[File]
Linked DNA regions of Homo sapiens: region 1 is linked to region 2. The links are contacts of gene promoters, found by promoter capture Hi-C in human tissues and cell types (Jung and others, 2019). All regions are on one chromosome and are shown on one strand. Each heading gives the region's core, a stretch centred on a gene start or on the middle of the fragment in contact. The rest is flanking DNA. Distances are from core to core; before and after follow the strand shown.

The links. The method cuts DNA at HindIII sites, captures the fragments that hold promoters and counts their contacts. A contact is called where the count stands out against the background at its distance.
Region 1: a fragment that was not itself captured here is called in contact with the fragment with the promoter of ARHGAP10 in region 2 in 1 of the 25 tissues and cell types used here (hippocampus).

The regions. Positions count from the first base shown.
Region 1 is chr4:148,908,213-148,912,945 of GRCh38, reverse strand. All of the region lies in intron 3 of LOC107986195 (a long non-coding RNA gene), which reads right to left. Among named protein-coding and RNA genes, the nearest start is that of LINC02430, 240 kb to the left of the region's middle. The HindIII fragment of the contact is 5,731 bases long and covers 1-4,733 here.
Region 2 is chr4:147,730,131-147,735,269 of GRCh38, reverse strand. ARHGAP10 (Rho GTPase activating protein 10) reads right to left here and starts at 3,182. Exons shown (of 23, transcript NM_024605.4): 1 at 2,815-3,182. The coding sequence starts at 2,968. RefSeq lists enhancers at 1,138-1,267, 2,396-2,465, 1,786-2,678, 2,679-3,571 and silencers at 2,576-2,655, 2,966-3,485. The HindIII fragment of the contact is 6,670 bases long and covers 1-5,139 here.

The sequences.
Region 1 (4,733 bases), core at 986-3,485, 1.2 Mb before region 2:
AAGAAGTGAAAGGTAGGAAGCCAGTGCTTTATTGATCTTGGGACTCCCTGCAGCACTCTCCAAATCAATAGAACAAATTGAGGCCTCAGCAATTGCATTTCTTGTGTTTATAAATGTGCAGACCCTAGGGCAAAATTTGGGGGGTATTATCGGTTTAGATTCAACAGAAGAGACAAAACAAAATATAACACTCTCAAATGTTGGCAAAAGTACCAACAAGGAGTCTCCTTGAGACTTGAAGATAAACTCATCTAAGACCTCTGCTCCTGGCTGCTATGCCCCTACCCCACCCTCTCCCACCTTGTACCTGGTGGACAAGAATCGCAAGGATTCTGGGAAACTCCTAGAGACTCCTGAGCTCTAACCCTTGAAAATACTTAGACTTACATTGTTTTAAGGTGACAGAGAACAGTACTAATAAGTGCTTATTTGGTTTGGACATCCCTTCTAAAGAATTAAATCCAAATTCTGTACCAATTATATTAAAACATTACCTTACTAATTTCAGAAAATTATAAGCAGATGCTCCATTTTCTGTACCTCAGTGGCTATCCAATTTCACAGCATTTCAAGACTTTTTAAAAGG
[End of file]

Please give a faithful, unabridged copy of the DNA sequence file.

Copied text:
Linked DNA regions of Homo sapiens: region 1 is linked to region 2. The links are contacts of gene promoters, found by promoter capture Hi-C in human tissues and cell types (Jung and others, 2019). All regions are on one chromosome and are shown on one strand. Each heading gives the region's core, a stretch centred on a gene start or on the middle of the fragment in contact. The rest is flanking DNA. Distances are from core to core; before and after follow the strand shown.

The links. The method cuts DNA at HindIII sites, captures the fragments that hold promoters and counts their contacts. A contact is called where the count stands out against the background at its distance.
Region 1: a fragment that was not itself captured here is called in contact with the fragment with the promoter of ARHGAP10 in region 2 in 1 of the 25 tissues and cell types used here (hippocampus).

The regions. Positions count from the first base shown.
Region 1 is chr4:148,908,213-148,912,945 of GRCh38, reverse strand. All of the region lies in intron 3 of LOC107986195 (a long non-coding RNA gene), which reads right to left. Among named protein-coding and RNA genes, the nearest start is that of LINC02430, 240 kb to the left of the region's middle. The HindIII fragment of the contact is 5,731 bases long and covers 1-4,733 here.
Region 2 is chr4:147,730,131-147,735,269 of GRCh38, reverse strand. ARHGAP10 (Rho GTPase activating protein 10) reads right to left here and starts at 3,182. Exons shown (of 23, transcript NM_024605.4): 1 at 2,815-3,182. The coding sequence starts at 2,968. RefSeq lists enhancers at 1,138-1,267, 2,396-2,465, 1,786-2,678, 2,679-3,571 and silencers at 2,576-2,655, 2,966-3,485. The HindIII fragment of the contact is 6,670 bases long and covers 1-5,139 here.

The sequences.
Region 1 (4,733 bases), core at 986-3,485, 1.2 Mb before region 2:
AAGAAGTGAAAGGTAGGAAGCCAGTGCTTTATTGATCTTGGGACTCCCTGCAGCACTCTCCAAATCAATAGAACAAATTGAGGCCTCAGCAATTGCATTTCTTGTGTTTATAAATGTGCAGACCCTAGGGCAAAATTTGGGGGGTATTATCGGTTTAGATTCAACAGAAGAGACAAAACAAAATATAACACTCTCAAATGTTGGCAAAAGTACCAACAAGGAGTCTCCTTGAGACTTGAAGATAAACTCATCTAAGACCTCTGCTCCTGGCTGCTATGCCCCTACCCCACCCTCTCCCACCTTGTACCTGGTGGACAAGAATCGCAAGGATTCTGGGAAACTCCTAGAGACTCCTGAGCTCTAACCCTTGAAAATACTTAGACTTACATTGTTTTAAGGTGACAGAGAACAGTACTAATAAGTGCTTATTTGGTTTGGACATCCCTTCTAAAGAATTAAATCCAAATTCTGTACCAATTATATTAAAACATTACCTTACTAATTTCAGAAAATTATAAGCAGATGCTCCATTTTCTGTACCTCAGTGGCTATCCAATTTCACAGCATTTCAAGACTTTTTAAAAGG